Bike Europe, a publication claimed to be the “leading trade journal for the bicycle, e-bike market” recently published a courageous story on the dangers of Lithium-Ion batteries used in the majority of electric bikes (e-bikes). The publication had a fire safety engineer and battery safety professional examine the aftermath of a fire ignited by an unattended charging battery in a bicycle shop (click here to watch the ignition and blast-off). His observations are frightening.
The expert is quoted as saying that Lithium-Ion batteries are, “rather unreliable, rather explosive. You are never sure if or when they will explode. And when they do, you have a big problem.” While the expert has an obvious conflict of interest (he owns a consulting business called Fire Safety Engineering Support), he supports his statements with references to numerous e-bike shop fires. Well documented fires have plagued e-bike shops in America as well, including incidents in Solana Beach, California (click here to see the video), Seattle, Washington, Arlington, Virginia, Crown Heights, New York and Crazy Lenny’s E-Bikes in Madison, Wisconsin.
Put it in a box
This safety consultant made recommendations for bike shops that apply to any e-bike owner. He suggests the use of a battery storage container with a certified lithium extinguishing system or a storage room equipped with an integrated automatic extinguishing system that would include a heat/smoke detector. Problem is, his recommended products are designed (and priced) for industrial use.
Luna, a company that converts bicycles to electric-motorized bicycles and offers conversion kits (for do-it-yourselfers), offers a recommissioned ammunition box for $34.00 that they call the Luna Charge Safe Box. The company says. “You cannot be too safe when it comes to lithium batteries. Wherever there is energy density there is the possibility of fire.” The company claims the Safe Box will “contain a lithium fire.” My only reservation is that there is no mention on the Luna website of third-party testing.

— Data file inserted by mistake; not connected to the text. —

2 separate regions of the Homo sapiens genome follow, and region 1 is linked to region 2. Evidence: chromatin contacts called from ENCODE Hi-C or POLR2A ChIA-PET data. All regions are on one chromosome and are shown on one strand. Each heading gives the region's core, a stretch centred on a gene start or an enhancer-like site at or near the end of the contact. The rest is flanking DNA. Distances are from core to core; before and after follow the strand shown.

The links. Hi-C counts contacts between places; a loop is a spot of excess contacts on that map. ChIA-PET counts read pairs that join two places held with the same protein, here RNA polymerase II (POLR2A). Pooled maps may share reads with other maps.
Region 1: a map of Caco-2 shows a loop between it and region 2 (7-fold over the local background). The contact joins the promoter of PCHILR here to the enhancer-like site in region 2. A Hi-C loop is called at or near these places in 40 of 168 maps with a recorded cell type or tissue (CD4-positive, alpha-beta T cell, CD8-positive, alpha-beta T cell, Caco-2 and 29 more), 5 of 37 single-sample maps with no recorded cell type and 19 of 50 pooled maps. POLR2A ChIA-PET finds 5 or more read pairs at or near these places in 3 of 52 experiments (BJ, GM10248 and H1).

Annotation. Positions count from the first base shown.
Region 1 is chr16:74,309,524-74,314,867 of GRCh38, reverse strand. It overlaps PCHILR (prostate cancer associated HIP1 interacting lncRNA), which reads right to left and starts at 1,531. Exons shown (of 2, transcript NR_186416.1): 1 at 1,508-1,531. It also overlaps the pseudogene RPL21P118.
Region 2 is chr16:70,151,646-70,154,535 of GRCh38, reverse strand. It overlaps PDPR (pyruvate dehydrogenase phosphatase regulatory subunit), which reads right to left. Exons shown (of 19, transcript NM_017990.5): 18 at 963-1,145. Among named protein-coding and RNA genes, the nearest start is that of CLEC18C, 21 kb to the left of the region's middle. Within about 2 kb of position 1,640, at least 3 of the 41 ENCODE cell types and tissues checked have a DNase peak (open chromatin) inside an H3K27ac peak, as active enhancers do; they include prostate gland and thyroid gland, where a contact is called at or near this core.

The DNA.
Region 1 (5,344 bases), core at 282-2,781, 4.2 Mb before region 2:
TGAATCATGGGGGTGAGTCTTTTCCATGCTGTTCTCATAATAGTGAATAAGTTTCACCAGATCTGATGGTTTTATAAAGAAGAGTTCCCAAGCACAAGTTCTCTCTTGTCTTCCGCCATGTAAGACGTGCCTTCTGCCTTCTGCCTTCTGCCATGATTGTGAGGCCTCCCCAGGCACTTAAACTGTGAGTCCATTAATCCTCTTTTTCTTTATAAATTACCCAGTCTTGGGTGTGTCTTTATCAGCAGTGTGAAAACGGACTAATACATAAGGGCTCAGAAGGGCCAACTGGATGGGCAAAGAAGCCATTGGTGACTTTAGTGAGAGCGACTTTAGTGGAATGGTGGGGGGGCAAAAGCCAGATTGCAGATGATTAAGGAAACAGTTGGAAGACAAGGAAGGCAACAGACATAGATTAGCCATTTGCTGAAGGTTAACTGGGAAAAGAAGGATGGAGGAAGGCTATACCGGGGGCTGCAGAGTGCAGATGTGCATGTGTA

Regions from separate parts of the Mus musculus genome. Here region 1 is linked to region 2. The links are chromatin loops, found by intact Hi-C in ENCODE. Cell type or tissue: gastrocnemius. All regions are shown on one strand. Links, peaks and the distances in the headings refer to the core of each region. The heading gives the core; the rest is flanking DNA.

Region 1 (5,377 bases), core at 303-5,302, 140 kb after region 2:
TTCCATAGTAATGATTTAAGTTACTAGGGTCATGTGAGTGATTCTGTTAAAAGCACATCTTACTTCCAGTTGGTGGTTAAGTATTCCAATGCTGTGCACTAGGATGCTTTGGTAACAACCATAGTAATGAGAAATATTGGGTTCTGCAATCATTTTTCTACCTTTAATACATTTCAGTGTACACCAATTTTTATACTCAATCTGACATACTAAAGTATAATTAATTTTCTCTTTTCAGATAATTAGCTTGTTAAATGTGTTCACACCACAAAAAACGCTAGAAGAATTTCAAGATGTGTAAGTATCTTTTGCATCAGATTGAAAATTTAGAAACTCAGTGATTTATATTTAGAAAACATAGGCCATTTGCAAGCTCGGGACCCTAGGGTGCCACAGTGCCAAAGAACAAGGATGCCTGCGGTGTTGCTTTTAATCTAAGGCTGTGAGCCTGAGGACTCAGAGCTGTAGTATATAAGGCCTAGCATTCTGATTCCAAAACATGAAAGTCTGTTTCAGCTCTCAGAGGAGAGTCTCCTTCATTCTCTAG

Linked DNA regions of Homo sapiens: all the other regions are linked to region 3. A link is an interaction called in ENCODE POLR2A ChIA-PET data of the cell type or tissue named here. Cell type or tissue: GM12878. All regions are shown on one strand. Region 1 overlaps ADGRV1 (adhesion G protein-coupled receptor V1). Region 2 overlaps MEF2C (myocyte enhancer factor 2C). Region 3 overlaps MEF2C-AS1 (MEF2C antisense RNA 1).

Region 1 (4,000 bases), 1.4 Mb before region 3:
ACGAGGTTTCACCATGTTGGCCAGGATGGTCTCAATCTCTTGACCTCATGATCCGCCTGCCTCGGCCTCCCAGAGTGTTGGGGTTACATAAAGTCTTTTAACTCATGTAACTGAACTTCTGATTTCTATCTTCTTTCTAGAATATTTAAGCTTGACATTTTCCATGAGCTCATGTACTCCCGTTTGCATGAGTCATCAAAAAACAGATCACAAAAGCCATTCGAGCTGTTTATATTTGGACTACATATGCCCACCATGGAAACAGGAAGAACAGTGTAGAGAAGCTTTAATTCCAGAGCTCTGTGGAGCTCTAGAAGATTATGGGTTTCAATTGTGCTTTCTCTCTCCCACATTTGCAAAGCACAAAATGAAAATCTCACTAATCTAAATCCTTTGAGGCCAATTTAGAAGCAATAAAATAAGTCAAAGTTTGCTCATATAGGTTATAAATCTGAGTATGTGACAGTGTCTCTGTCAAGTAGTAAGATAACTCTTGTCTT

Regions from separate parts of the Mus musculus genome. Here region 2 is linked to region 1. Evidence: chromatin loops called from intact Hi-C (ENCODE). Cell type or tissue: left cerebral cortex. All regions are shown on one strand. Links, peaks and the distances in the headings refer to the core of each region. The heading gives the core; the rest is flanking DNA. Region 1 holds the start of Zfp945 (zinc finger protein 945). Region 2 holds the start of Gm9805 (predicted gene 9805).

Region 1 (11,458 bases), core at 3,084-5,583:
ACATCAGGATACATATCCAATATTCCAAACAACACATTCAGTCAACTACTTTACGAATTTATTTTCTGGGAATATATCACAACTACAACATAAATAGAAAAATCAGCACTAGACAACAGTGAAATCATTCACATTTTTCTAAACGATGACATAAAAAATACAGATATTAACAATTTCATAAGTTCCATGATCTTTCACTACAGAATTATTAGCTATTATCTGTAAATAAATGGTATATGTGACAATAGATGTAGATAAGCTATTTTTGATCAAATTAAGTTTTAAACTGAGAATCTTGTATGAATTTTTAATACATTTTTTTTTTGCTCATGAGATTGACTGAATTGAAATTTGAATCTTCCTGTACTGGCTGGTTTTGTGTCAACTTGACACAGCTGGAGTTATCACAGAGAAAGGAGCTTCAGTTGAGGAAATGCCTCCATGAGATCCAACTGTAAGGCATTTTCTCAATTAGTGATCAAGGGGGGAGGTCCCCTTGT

Throw it on the barbie
ElectricBike-Blog, who take a rather outlaw approach to e-bike use, recommends a very ingenious DIY workaround of charging e-bike batteries in a wood stove. Electricbike.com has an extensive article on Lithium-Ion batteries where they recommend charging batteries in a barbecue grill.
The battery safety professional also recommends that stored e-bike batteries be charged to no more than 30% capacity. He also explains that a dropped or damaged battery can sustain internal damage, making it more susceptible to catch fire.
Tips riders can use today
Until a company offers an e-bike-specific, certified, consumer-level, battery storage container, there are a few tips e-bike owners can adopt today to protect themselves:
1. Never leave a battery charging unattended. Day or night.
2. Don’t overcharge batteries.
3. Don’t charge batteries near combustible or explosive materials.
4. Never charge a battery that has been dropped, damaged or dinged.
5. Charge batteries on wire shelving with rollers. This allows an overheating or flaming battery to be quickly rolled away from structures.
6. Never modify a battery.
7. Use only batteries recommended and approved by your bike’s manufacturer.
It can happen here
E-bikes, when used properly, can reduce traffic congestion, improve air quality, increase parking availability and reduce transportation costs. Plus, try to ride one without smiling. Riding an e-bike is the most fun you’ll experience since you learned how to ride a bike. But unless the potential dangers are clearly explained, as Bike Europe did, the growth of e-bike use in the United States is likely to stall when avoidable tragedy strikes more homes and businesses.
OTHER STORES RELATED TO E-BIKE FIRES:
UPDATE 1/15/20: Modified E-bike’s fiery explosion a warning.
UPDATE 10/21/19: Why communities can’t trust micromobility rental businesses.
UPDATE 10/17/19: Dutch insurers and fire fighters worry about increase in e-bike battery fires.
UPDATE 8/18/19: A sad story from CBS8 reports that Ocean Beach surfboard shaper Ace Elliot has lost his workshop to a fire that he suspects was ignited by his charging e-bike battery.
UPDATE 8/3/19: Lyft has removed their entire E-bike rental fleet from San Francisco after two bikes caught fire.
UPDATE 2/3/19: Forbes reports that it is “unusual for electric bikes to catch fire” in their report on Stella, a Dutch E-bike company that suffered three fires in seven months. While supposedly a rare occurrence, if a charging battery explodes in your garage are you supposed to feel like a lottery winner? Please take the time to read this story that includes steps to reduce (but not eliminate) the chance of burning your house down.